Rio Rancho’s red-light cameras and unmanned speed-detection vans will be shut off to start the new year – at least temporarily.
The city’s Safe Traffic Operations Program, which includes cameras at two intersections on Unser Boulevard and four vans, is expected to end this month following the Rio Rancho Governing Body’s 4-2 vote Wednesday not to extend the city’s contract with Redflex Traffic Systems for four more years.
Councilors Cheryl Everett and Marlene Feuer voted in favor of the contract.
After the vote, councilors Jim Owen and Dawnn Robinson recommended that the governing body and police department discuss the possibility of working out a new agreement with Redflex during a January work session. Mayor Gregg Hull agreed.
The governing body in 2010 approved a four-year agreement and two one-year options with Redflex to provide equipment for red-light and speeding monitoring. The contract ends Dec. 31.
City spokeswoman Annemarie García said the cameras and vans will be shut off on Jan. 1. No date to remove the equipment has been determined, she said.
The proposed new contract would have continued the city’s relationship with Redflex for “in excess of $500,000” and expanded the number of speed-detection vans to six.
The STOP effort hasn’t been without its share of controversy. While advocates argue the devices are important for traffic safety, critics often argue they infringe on individual rights, such as being unable to confront their “accuser” in court.
In June, the Rio Rancho Police Department reported that thousands of red-light citations issued for violations caught on camera at Southern and Northern boulevards have been ignored. Its report showed 35,050 violators had not paid their citations between 2011 and 2015. Fines owed to the city totaled $3.7 million.
Councilor Dave Bency said a new contract should include more speed-detection vans and eliminate the red-light camera program.
Owen said all discussion regarding a potential new contract should wait until the January work session.
“By rejecting this contract, we’re not basically rejecting the concept in terms of what we’re doing in the way of enforcement,” Owen said. “This is more of an issue of should we have more vans, should we get rid of the red light (cameras), and that’s a discussion I really believe that we need to as a council be in a work session.”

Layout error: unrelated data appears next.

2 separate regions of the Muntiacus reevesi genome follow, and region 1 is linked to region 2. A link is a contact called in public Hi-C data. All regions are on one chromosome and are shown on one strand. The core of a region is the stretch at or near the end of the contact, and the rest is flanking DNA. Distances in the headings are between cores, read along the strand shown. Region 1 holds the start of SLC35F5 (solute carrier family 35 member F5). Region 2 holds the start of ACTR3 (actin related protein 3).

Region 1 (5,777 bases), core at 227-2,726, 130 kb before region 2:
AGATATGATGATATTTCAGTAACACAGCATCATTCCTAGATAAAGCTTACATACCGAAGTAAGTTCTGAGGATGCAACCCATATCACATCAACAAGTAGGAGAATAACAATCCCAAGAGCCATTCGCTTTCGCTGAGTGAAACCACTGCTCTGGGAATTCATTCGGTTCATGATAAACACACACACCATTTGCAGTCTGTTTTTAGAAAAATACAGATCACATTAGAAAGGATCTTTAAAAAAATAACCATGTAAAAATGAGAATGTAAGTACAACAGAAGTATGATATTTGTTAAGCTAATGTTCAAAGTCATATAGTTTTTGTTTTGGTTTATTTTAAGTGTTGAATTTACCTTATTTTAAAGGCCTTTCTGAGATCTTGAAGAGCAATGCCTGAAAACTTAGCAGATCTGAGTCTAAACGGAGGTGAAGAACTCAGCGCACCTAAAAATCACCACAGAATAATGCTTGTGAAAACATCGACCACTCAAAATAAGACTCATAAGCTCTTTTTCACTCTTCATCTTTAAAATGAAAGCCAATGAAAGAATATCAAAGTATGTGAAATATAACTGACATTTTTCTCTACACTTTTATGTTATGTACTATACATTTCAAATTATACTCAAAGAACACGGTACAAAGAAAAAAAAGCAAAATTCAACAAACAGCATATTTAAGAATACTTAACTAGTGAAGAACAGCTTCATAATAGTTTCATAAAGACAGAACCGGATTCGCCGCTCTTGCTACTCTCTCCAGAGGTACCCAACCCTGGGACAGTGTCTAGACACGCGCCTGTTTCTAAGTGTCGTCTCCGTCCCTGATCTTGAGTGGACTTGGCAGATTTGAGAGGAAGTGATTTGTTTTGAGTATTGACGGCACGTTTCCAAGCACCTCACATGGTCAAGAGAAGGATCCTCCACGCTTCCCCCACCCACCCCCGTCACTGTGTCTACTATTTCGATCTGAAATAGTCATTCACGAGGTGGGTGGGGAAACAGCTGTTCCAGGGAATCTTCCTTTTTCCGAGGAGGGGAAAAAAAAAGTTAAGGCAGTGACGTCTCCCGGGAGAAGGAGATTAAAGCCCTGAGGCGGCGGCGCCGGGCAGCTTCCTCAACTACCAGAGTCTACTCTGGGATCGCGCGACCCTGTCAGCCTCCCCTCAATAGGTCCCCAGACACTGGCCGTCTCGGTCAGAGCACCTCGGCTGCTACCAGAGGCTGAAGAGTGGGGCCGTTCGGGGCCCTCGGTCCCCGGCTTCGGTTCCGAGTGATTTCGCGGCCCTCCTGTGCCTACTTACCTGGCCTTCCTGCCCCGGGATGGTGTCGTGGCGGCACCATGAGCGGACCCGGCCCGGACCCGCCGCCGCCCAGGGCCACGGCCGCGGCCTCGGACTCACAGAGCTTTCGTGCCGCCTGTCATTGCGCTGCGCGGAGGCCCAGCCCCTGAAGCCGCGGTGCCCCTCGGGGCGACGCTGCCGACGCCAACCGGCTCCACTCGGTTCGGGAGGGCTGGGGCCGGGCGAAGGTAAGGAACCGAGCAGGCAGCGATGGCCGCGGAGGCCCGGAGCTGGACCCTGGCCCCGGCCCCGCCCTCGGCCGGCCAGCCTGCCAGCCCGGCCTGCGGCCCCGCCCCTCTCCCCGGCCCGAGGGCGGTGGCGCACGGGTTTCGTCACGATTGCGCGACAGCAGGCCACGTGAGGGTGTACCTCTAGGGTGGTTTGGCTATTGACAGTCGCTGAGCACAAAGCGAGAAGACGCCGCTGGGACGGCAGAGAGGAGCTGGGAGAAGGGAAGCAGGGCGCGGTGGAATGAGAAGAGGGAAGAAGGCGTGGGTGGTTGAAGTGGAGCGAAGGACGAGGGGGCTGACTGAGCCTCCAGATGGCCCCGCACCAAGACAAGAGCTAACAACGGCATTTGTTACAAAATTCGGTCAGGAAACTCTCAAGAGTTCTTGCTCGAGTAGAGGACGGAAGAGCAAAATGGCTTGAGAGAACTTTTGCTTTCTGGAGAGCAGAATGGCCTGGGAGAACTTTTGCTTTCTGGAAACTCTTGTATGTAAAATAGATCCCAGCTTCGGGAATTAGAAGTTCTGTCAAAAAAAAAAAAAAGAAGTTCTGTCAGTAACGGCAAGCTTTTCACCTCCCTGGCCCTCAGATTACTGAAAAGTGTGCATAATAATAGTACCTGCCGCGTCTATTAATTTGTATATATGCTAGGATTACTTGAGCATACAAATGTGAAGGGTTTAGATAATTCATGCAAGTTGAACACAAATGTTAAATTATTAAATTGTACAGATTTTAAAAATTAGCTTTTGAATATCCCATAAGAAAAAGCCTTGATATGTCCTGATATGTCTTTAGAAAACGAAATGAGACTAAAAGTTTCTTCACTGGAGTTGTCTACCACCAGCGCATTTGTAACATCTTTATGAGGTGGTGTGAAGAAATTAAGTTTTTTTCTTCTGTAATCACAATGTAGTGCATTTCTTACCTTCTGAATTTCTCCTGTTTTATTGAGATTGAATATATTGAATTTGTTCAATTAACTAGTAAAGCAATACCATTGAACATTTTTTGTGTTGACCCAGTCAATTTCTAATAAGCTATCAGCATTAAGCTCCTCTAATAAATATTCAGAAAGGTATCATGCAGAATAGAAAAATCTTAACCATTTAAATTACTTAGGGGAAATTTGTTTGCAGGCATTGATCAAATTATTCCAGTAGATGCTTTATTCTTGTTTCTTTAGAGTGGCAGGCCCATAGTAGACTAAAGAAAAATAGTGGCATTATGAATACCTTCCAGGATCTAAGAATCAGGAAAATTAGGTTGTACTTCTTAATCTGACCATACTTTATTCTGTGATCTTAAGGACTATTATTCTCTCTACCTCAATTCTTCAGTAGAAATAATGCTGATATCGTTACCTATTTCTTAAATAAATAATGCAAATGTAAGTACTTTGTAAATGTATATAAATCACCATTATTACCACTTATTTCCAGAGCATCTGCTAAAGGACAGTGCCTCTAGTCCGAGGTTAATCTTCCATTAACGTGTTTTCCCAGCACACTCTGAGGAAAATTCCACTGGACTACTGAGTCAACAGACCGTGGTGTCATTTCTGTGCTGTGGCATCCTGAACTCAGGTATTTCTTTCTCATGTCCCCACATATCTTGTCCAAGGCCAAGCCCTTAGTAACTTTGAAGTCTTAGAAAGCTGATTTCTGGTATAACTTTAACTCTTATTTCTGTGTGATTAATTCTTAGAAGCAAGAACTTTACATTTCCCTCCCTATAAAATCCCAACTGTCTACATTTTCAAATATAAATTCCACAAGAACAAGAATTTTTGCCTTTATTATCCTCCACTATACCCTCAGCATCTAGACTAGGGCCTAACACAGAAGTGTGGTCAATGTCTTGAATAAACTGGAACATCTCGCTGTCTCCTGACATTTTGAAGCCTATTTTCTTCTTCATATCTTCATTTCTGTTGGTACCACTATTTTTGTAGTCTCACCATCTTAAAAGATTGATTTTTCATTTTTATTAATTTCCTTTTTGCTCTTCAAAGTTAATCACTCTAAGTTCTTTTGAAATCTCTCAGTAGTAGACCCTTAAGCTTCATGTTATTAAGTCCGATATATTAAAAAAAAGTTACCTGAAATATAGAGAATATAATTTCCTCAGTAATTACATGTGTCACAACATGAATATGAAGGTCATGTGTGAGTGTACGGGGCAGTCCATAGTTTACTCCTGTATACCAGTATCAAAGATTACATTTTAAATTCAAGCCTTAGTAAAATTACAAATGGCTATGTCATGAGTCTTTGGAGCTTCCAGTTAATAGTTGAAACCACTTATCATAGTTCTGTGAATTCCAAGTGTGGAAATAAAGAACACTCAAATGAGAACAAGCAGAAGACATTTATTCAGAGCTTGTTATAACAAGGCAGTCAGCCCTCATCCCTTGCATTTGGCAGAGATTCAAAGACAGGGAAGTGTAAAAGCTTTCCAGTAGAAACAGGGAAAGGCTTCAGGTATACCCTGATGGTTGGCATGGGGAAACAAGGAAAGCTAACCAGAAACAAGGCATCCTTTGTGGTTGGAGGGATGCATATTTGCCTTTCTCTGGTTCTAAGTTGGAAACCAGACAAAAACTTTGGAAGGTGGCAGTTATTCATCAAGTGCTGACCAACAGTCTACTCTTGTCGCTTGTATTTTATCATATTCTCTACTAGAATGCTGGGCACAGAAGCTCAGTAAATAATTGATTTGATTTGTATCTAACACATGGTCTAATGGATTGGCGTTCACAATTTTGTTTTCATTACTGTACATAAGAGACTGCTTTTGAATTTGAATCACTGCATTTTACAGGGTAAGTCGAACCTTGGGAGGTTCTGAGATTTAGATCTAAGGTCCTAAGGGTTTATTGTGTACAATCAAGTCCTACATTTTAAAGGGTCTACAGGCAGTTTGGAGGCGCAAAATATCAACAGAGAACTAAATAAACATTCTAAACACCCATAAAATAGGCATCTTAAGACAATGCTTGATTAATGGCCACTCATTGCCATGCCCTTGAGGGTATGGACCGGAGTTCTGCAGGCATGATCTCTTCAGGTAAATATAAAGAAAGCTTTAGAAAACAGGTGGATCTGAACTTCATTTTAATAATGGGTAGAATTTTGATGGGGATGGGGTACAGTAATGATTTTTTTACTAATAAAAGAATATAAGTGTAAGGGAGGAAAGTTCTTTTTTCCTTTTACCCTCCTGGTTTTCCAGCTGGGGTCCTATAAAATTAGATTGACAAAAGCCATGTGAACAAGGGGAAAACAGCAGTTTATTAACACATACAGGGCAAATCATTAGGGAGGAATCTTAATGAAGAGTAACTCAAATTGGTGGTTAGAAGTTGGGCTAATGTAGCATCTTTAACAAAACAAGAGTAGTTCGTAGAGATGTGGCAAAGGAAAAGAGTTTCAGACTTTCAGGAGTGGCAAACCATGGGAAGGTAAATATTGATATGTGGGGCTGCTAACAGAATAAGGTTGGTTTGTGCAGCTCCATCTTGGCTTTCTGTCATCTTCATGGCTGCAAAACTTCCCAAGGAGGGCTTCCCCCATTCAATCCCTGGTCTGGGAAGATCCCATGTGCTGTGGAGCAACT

Everett questioned the timing of the contract’s vote, saying the time frame the councilors had was “extremely limited.”
“I’m not enjoying being in this position of all or nothing and nowhere to go – I’d like to know how we got to this point,” Everett said. “I don’t want to see this happen. It makes all of us look bad, I think.”
In other matters, the city charter review committee submitted no recommendation for a proposed charter amendment to the governing body, choosing not to draft a question on pay increases for future city officials.
The governing body unanimously approved the committee’s recommendation and disbanded the group.
Last month, the committee proposed that the governing body allow voters to decide whether to place salaries and benefits for future elected mayors and city councilors – established by ordinance last summer – in the city charter. If placed in the charter, the governing body could not adjust salary and benefits without voter approval of a charter amendment.
“The charter review met subsequent to that and had basically come back with an answer of, ‘That was our recommendation, we don’t have any further recommendations,'” City Clerk Steve Ruger said.